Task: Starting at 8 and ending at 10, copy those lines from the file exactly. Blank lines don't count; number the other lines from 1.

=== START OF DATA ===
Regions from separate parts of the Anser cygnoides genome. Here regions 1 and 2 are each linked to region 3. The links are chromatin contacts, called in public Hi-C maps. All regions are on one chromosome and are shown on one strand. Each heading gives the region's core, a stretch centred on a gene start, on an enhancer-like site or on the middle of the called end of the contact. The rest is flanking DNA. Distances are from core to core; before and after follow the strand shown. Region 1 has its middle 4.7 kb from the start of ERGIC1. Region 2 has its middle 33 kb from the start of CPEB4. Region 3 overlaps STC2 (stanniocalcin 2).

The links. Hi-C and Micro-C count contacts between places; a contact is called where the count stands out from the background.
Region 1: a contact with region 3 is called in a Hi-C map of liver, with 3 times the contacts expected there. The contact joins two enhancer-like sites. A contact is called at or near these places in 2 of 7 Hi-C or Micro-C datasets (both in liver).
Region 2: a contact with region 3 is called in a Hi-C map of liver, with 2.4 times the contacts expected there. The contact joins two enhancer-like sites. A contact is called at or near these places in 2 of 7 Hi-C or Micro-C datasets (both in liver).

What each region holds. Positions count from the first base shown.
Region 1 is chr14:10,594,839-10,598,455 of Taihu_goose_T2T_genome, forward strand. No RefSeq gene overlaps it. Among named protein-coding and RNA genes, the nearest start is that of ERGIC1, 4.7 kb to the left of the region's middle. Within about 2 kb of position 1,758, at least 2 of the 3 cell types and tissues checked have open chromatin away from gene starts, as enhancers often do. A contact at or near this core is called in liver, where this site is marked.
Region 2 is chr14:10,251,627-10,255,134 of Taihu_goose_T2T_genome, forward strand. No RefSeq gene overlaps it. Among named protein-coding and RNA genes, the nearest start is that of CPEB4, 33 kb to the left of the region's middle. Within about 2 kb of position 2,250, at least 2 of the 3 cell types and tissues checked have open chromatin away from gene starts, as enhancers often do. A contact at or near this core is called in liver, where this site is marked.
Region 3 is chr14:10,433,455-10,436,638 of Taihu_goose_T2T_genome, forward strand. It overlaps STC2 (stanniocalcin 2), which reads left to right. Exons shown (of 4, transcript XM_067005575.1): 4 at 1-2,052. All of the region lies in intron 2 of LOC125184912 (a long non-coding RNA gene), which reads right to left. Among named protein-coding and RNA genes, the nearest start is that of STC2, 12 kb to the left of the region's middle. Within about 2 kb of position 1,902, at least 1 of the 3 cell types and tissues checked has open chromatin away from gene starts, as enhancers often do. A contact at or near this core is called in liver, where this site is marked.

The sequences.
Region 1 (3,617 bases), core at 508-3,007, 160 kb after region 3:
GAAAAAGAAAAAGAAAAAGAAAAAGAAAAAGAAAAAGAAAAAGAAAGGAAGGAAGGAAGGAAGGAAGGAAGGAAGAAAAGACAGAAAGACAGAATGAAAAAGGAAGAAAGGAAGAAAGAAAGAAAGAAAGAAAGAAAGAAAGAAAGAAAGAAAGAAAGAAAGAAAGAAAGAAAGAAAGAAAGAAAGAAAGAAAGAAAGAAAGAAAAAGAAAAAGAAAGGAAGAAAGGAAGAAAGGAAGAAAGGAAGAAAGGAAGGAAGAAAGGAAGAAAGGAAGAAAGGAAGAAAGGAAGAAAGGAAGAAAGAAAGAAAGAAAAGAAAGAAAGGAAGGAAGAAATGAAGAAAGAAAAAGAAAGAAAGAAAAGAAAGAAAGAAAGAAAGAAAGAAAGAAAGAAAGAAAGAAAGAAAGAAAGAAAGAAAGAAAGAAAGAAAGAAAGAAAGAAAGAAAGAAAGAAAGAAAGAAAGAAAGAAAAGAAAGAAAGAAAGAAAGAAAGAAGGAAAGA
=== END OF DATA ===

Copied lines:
Region 3 is chr14:10,433,455-10,436,638 of Taihu_goose_T2T_genome, forward strand. It overlaps STC2 (stanniocalcin 2), which reads left to right. Exons shown (of 4, transcript XM_067005575.1): 4 at 1-2,052. All of the region lies in intron 2 of LOC125184912 (a long non-coding RNA gene), which reads right to left. Among named protein-coding and RNA genes, the nearest start is that of STC2, 12 kb to the left of the region's middle. Within about 2 kb of position 1,902, at least 1 of the 3 cell types and tissues checked has open chromatin away from gene starts, as enhancers often do. A contact at or near this core is called in liver, where this site is marked.

The sequences.
Region 1 (3,617 bases), core at 508-3,007, 160 kb after region 3: